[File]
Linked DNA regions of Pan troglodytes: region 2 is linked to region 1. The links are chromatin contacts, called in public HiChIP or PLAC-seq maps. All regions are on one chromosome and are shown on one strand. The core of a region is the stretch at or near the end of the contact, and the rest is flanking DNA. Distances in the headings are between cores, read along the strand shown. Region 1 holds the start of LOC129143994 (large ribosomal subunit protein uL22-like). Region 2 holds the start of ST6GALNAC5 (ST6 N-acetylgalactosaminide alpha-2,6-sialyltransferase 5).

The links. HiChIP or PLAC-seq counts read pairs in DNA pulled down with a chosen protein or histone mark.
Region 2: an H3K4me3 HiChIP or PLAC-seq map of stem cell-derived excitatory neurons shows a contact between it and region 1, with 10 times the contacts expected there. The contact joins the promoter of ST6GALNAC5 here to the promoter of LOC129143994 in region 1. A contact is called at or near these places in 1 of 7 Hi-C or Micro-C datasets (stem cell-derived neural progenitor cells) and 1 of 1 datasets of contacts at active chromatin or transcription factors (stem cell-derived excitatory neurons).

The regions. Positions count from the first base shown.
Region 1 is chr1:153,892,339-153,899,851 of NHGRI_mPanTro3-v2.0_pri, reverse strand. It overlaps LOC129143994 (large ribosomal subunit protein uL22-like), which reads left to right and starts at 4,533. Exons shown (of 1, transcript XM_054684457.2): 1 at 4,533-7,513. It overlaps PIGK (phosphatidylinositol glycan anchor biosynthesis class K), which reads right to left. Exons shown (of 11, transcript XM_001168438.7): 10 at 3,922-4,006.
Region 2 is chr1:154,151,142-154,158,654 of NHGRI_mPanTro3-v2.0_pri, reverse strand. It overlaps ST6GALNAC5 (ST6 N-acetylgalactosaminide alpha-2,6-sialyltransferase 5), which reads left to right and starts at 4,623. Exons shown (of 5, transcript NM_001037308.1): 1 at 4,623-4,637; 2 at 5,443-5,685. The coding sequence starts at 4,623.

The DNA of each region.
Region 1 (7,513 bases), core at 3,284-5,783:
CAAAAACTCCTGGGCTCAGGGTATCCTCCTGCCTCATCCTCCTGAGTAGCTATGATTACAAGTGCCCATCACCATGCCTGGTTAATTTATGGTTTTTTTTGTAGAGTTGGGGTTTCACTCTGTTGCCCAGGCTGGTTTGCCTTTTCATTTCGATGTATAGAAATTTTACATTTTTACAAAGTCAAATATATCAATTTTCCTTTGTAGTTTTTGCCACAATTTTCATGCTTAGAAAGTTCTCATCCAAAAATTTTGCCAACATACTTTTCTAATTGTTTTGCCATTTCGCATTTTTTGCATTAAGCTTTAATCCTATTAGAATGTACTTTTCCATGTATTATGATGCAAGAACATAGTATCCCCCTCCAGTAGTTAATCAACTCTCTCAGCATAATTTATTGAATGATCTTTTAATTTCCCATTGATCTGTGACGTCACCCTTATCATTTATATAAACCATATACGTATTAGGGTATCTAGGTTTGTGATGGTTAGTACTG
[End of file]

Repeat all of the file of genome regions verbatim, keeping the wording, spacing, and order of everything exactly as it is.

Linked DNA regions of Pan troglodytes: region 2 is linked to region 1. The links are chromatin contacts, called in public HiChIP or PLAC-seq maps. All regions are on one chromosome and are shown on one strand. The core of a region is the stretch at or near the end of the contact, and the rest is flanking DNA. Distances in the headings are between cores, read along the strand shown. Region 1 holds the start of LOC129143994 (large ribosomal subunit protein uL22-like). Region 2 holds the start of ST6GALNAC5 (ST6 N-acetylgalactosaminide alpha-2,6-sialyltransferase 5).

The links. HiChIP or PLAC-seq counts read pairs in DNA pulled down with a chosen protein or histone mark.
Region 2: an H3K4me3 HiChIP or PLAC-seq map of stem cell-derived excitatory neurons shows a contact between it and region 1, with 10 times the contacts expected there. The contact joins the promoter of ST6GALNAC5 here to the promoter of LOC129143994 in region 1. A contact is called at or near these places in 1 of 7 Hi-C or Micro-C datasets (stem cell-derived neural progenitor cells) and 1 of 1 datasets of contacts at active chromatin or transcription factors (stem cell-derived excitatory neurons).

The regions. Positions count from the first base shown.
Region 1 is chr1:153,892,339-153,899,851 of NHGRI_mPanTro3-v2.0_pri, reverse strand. It overlaps LOC129143994 (large ribosomal subunit protein uL22-like), which reads left to right and starts at 4,533. Exons shown (of 1, transcript XM_054684457.2): 1 at 4,533-7,513. It overlaps PIGK (phosphatidylinositol glycan anchor biosynthesis class K), which reads right to left. Exons shown (of 11, transcript XM_001168438.7): 10 at 3,922-4,006.
Region 2 is chr1:154,151,142-154,158,654 of NHGRI_mPanTro3-v2.0_pri, reverse strand. It overlaps ST6GALNAC5 (ST6 N-acetylgalactosaminide alpha-2,6-sialyltransferase 5), which reads left to right and starts at 4,623. Exons shown (of 5, transcript NM_001037308.1): 1 at 4,623-4,637; 2 at 5,443-5,685. The coding sequence starts at 4,623.

The DNA of each region.
Region 1 (7,513 bases), core at 3,284-5,783:
CAAAAACTCCTGGGCTCAGGGTATCCTCCTGCCTCATCCTCCTGAGTAGCTATGATTACAAGTGCCCATCACCATGCCTGGTTAATTTATGGTTTTTTTTGTAGAGTTGGGGTTTCACTCTGTTGCCCAGGCTGGTTTGCCTTTTCATTTCGATGTATAGAAATTTTACATTTTTACAAAGTCAAATATATCAATTTTCCTTTGTAGTTTTTGCCACAATTTTCATGCTTAGAAAGTTCTCATCCAAAAATTTTGCCAACATACTTTTCTAATTGTTTTGCCATTTCGCATTTTTTGCATTAAGCTTTAATCCTATTAGAATGTACTTTTCCATGTATTATGATGCAAGAACATAGTATCCCCCTCCAGTAGTTAATCAACTCTCTCAGCATAATTTATTGAATGATCTTTTAATTTCCCATTGATCTGTGACGTCACCCTTATCATTTATATAAACCATATACGTATTAGGGTATCTAGGTTTGTGATGGTTAGTACTG